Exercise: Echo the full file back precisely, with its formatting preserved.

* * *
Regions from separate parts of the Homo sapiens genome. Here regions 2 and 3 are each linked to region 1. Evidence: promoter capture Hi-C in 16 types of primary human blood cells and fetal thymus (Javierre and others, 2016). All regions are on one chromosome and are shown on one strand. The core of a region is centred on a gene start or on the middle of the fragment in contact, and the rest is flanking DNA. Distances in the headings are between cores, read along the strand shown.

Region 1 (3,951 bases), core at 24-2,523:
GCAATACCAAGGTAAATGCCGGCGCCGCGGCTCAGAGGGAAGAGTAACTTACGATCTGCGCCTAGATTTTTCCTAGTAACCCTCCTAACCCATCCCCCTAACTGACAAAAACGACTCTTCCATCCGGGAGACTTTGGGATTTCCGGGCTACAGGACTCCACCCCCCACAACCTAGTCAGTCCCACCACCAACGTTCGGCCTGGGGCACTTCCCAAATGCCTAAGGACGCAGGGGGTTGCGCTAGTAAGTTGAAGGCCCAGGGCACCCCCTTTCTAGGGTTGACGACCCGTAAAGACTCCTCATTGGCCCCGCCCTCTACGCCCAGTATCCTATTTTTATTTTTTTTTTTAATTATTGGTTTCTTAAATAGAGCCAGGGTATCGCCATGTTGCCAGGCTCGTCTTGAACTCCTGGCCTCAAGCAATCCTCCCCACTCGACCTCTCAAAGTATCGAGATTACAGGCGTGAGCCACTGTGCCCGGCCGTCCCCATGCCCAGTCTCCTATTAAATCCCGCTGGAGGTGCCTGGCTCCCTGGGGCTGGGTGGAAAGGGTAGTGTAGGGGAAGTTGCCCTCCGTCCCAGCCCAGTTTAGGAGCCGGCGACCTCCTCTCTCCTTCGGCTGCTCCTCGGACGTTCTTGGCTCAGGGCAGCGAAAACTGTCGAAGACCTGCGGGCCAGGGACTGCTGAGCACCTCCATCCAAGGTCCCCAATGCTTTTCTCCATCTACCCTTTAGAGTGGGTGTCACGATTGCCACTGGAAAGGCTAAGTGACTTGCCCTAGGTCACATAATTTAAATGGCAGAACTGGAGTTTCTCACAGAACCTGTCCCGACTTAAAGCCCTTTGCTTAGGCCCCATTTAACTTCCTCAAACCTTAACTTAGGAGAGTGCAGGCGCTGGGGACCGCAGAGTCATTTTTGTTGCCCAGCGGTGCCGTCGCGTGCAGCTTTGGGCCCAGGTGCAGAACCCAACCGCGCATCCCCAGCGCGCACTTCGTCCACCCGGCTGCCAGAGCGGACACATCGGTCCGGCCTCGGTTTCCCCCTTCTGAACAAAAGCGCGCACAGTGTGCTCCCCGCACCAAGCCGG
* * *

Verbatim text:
Regions from separate parts of the Homo sapiens genome. Here regions 2 and 3 are each linked to region 1. Evidence: promoter capture Hi-C in 16 types of primary human blood cells and fetal thymus (Javierre and others, 2016). All regions are on one chromosome and are shown on one strand. The core of a region is centred on a gene start or on the middle of the fragment in contact, and the rest is flanking DNA. Distances in the headings are between cores, read along the strand shown.

Region 1 (3,951 bases), core at 24-2,523:
GCAATACCAAGGTAAATGCCGGCGCCGCGGCTCAGAGGGAAGAGTAACTTACGATCTGCGCCTAGATTTTTCCTAGTAACCCTCCTAACCCATCCCCCTAACTGACAAAAACGACTCTTCCATCCGGGAGACTTTGGGATTTCCGGGCTACAGGACTCCACCCCCCACAACCTAGTCAGTCCCACCACCAACGTTCGGCCTGGGGCACTTCCCAAATGCCTAAGGACGCAGGGGGTTGCGCTAGTAAGTTGAAGGCCCAGGGCACCCCCTTTCTAGGGTTGACGACCCGTAAAGACTCCTCATTGGCCCCGCCCTCTACGCCCAGTATCCTATTTTTATTTTTTTTTTTAATTATTGGTTTCTTAAATAGAGCCAGGGTATCGCCATGTTGCCAGGCTCGTCTTGAACTCCTGGCCTCAAGCAATCCTCCCCACTCGACCTCTCAAAGTATCGAGATTACAGGCGTGAGCCACTGTGCCCGGCCGTCCCCATGCCCAGTCTCCTATTAAATCCCGCTGGAGGTGCCTGGCTCCCTGGGGCTGGGTGGAAAGGGTAGTGTAGGGGAAGTTGCCCTCCGTCCCAGCCCAGTTTAGGAGCCGGCGACCTCCTCTCTCCTTCGGCTGCTCCTCGGACGTTCTTGGCTCAGGGCAGCGAAAACTGTCGAAGACCTGCGGGCCAGGGACTGCTGAGCACCTCCATCCAAGGTCCCCAATGCTTTTCTCCATCTACCCTTTAGAGTGGGTGTCACGATTGCCACTGGAAAGGCTAAGTGACTTGCCCTAGGTCACATAATTTAAATGGCAGAACTGGAGTTTCTCACAGAACCTGTCCCGACTTAAAGCCCTTTGCTTAGGCCCCATTTAACTTCCTCAAACCTTAACTTAGGAGAGTGCAGGCGCTGGGGACCGCAGAGTCATTTTTGTTGCCCAGCGGTGCCGTCGCGTGCAGCTTTGGGCCCAGGTGCAGAACCCAACCGCGCATCCCCAGCGCGCACTTCGTCCACCCGGCTGCCAGAGCGGACACATCGGTCCGGCCTCGGTTTCCCCCTTCTGAACAAAAGCGCGCACAGTGTGCTCCCCGCACCAAGCCGG